Markets for other water products are, meanwhile, mainly nonexistent. We routinely do not pay market prices for most other forms of water. Until recently, water has been viewed and treated as a free good by all Earth’s peoples. As with all free goods, water experiences unlimited demand. But water cannot meet unlimited demand. Water needs prices in order to signal scarcity and inform demand. Different categories of water need different prices to reflect the different preferences of users. Free can no longer be water’s price. The profligate glory days of limitless water everywhere seem to be over.
The lack of market pricing affects the Indian River Lagoon as it encourages pollution. By allowing farms and industries to pump byproduct into the water the waterways are essentially being used as a free garbage dumping ground. The permitting of pollution by government recklessly encourages more pollution by firms rather than firms benevolently opting to pay to have it properly disposed. The business who pays extra to have waste properly treated and disposed of may not be able to compete with the businesses who opt to take advantages of government allowing dumping of byproduct into waterways at virtually no cost.
The lack of market pricing occurs largely due to lack of ownership and governmental edict. With “public” ownership bureaucrats and politicians charged with maintaining resources lack capital value interest in the resources. They only preside over the current use as Hans Hoppe taught us, “it makes exploitation less calculating and carried out with little or no regard to the capital stock. Exploitation becomes shortsighted and capital consumption will be systematically promoted.” The long-term calculations of the bureaucrat is distorted by this.
Ownership being replaced with stewardship and the lack of the profit and loss mechanism prevents the water bureaucrats from making the most efficient decisions. It is not for the lack of caring but the inability to make economic calculation as Mises explained in Bureaucracy:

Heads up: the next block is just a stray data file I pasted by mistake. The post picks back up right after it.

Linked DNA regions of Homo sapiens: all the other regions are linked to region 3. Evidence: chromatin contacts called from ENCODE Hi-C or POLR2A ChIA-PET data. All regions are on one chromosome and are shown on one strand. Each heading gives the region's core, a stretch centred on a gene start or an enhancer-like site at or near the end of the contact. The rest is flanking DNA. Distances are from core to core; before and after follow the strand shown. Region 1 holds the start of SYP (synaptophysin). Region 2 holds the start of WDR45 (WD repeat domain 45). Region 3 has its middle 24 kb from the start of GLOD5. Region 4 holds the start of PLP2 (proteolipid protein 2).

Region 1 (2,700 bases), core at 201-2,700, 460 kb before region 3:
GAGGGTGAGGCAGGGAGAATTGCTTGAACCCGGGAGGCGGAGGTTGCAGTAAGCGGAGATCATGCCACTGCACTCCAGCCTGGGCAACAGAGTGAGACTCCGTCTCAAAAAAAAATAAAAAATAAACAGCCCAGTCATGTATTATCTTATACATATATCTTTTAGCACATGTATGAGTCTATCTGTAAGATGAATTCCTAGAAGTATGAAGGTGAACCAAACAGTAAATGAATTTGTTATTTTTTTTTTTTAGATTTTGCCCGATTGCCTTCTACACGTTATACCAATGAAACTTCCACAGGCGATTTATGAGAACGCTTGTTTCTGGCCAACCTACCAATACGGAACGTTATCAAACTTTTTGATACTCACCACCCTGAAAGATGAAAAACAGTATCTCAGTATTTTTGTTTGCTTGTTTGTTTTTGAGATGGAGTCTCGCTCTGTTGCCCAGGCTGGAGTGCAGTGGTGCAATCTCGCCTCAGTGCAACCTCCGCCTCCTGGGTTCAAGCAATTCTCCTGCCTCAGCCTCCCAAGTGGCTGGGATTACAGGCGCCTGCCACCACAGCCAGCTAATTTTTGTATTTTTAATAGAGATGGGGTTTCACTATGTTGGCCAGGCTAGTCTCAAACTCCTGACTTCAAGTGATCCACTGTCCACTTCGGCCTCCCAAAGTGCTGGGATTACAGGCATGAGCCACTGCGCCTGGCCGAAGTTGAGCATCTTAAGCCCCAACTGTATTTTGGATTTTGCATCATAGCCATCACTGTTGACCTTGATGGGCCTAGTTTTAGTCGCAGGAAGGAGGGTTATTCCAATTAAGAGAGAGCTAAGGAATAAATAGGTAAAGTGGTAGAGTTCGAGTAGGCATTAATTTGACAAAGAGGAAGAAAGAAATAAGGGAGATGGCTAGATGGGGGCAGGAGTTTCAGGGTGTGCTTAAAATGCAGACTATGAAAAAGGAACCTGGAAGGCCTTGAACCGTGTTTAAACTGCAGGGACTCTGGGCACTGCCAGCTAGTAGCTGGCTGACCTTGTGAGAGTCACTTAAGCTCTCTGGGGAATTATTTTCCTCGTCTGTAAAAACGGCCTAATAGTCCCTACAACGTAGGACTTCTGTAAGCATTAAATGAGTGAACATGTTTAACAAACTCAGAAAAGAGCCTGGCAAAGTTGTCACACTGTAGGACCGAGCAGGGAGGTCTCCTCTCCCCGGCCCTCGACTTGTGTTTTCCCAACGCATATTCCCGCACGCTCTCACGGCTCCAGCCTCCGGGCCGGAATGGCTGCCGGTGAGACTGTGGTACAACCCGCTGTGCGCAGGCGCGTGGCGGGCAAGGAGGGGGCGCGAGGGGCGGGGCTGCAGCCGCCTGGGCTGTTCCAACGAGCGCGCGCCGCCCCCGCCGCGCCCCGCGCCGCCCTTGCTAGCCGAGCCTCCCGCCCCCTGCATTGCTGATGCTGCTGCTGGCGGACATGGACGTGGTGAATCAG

Bureaucratic management is management of affairs which cannot be checked by economic calculation.
… The bureaucrat is not free to aim at improvement. He is bound to obey rules and regulations established by a superior body. He has no right to embark upon innovations if his superiors do not approve of them. His duty and his virtue is to be obedient. … Nobody can be at the same time a correct bureaucrat and an innovator.
Yet if the same waterways were privately owned the property owners could charge for the all uses of waterways. Non-pollutive by products may be charged less than damaging pollutive byproducts which negatively affect water quality. The scarcity of the water quality would set prices to discourage pollution and incentivize firms to find cleaner and more efficient production methods.
Furthermore with ownership provides the long-term capital value incentive which encourages conservation. We see this in forestry where forests are replanted to ensure the forest owner has income in the future. We see this at Adams Ranch where the stock of cattle is not wiped out all at once. Adams Ranch does a particularly good job of conserving grass to feed and support their cattle because the land they have to raise cattle on is limited. If grass goes so does the cattle.
In the case of the Lagoon, waterway owners might decide not to allow pollution. Instead, deciding that